Obama, Xi promise not to commit cyber-theft

And, of course, we believe that lying commie thug.

President Obama inked a totally unenforceable agreement with China that is supposed to stop the Chinese from stealing our business secrets and attacking our power grid.

The fact that all we have is President Xi's word on it would normally cause a lot of people to balk at such an agreement.  But our trusting president, who thinks Iran's nuclear program is in a box because of a piece of paper, seems satisfied.


The joint promise, announced at the White House by President Barack Obama and Chinese leader Xi Jinping, goes beyond merely vowing that the countries won't launch cyber first strikes against each other’s power grids and other critical infrastructure. But it doesn't include assurances against traditional government-to-government espionage, such as the massive thefts of federal personnel data that anonymous federal officials have blamed on hackers in China.

It immediately ran into skepticism from lawmakers, with former House Intelligence Chairman Mike Rogers calling the deal "absolutely worthless."

Still, a binding promise against thefts of U.S. companies' intellectual property and trade secrets would be a major win for the Obama administration, if China complies. The pledges came after administration officials spent weeks hinting that they might announce retaliatory measures against Chinese hacking — even indicating it might come before this week's summit between Obama and Xi.

In a joint news conference Friday that dwelt at length on the new agreement, Obama said the U.S. will trust but verify.

“What I said to President Xi, and what I say to the American people, is the question now is are words followed by actions,” Obama told reporters. “We will be watching carefully to make an assessment as to what progress has been made in this area.”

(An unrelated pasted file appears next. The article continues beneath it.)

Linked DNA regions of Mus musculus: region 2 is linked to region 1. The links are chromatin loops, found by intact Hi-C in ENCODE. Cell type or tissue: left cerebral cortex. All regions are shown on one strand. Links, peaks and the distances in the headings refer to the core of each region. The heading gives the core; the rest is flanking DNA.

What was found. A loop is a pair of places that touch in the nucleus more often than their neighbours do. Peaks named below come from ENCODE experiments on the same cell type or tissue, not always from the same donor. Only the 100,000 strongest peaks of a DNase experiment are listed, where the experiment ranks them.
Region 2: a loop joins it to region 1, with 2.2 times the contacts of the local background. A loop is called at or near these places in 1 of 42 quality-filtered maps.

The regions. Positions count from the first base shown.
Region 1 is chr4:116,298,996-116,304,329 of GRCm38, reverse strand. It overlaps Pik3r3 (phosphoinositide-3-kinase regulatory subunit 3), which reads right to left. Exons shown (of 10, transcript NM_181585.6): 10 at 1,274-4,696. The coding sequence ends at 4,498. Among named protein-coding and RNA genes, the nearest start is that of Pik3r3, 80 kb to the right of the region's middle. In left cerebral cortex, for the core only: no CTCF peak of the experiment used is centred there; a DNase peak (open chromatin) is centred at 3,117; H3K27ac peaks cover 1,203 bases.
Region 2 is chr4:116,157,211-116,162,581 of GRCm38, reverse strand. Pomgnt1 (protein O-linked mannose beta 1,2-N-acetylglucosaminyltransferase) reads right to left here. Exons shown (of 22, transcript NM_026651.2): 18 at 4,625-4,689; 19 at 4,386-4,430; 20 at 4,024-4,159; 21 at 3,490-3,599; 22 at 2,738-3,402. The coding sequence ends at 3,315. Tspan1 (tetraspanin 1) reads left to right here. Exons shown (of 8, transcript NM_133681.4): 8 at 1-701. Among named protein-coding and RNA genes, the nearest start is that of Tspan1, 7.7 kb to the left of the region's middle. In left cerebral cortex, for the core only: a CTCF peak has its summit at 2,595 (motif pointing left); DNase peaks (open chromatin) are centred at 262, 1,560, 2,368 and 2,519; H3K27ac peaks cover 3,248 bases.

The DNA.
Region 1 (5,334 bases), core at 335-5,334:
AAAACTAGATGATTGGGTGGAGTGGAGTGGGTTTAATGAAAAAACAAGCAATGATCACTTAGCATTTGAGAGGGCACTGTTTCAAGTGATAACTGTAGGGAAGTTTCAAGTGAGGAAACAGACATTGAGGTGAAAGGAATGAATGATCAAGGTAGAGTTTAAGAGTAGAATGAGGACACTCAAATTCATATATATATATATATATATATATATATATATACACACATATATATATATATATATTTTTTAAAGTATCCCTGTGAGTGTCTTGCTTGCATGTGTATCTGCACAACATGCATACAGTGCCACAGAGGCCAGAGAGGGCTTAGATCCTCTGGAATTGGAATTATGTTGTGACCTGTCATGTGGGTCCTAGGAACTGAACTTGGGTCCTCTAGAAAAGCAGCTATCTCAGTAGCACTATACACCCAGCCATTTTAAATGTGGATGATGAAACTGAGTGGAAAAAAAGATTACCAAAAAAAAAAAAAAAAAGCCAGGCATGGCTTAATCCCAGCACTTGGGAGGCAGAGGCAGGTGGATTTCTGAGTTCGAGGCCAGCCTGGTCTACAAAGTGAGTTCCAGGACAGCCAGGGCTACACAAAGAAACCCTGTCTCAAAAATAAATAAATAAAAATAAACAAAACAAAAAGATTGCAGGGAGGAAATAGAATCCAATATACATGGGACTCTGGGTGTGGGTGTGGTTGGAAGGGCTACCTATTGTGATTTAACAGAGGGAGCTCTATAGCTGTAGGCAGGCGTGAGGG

Obama also told Xi the U.S. may still impose targeted sanctions or use “other tools in our toolkits” to punish cybercriminals in China.

Xi asserted that the Chinese government does not engage in or support economic hacking, but he praised the deal. "It’s fair to say we’ve reached a lot of consensus on cybersecurity, including some new consensus,” he said.

But members of Congress like Rogers expressed doubts, as did some outside cyber experts.

"This will change absolutely nothing other than more American companies continuing to get ripped off by the Chinese," the Michigan Republican said, criticizing the agreement for lacking an enforcement mechanism. He said the wording also buys into a Chinese "narrative" by implying that the U.S. is just as guilty of economic hacking as the Chinese.

House Intelligence Chairman Devin Nunes (R-Calif.) said the agreement "would be a big step forward if China abides by it,” but he sees little reason to think it will. “These cyberattacks will almost certainly continue until the Obama administration puts forward a credible deterrence policy,” he added.

So the Chinese hack the records of 21 million government workers, stealing vital information including fingerprints, medical histories, and data from sensitive background checks, and they are rewarded with a completely uneforceable deal that acknowledges that America is as bad as China in cyber-espionage?


It is unavoidable that very soon, Russia or China is going to hit us hard somewhere sensitive.  It may be the internet, it may be our power grid, it may be another massive attack on a big company.  But the hacks will continue as long as we have a president who refuses to offer any deterrence for an attack, and places his childlike faith in useless agreements.

President Xi will be laughing all the way home.

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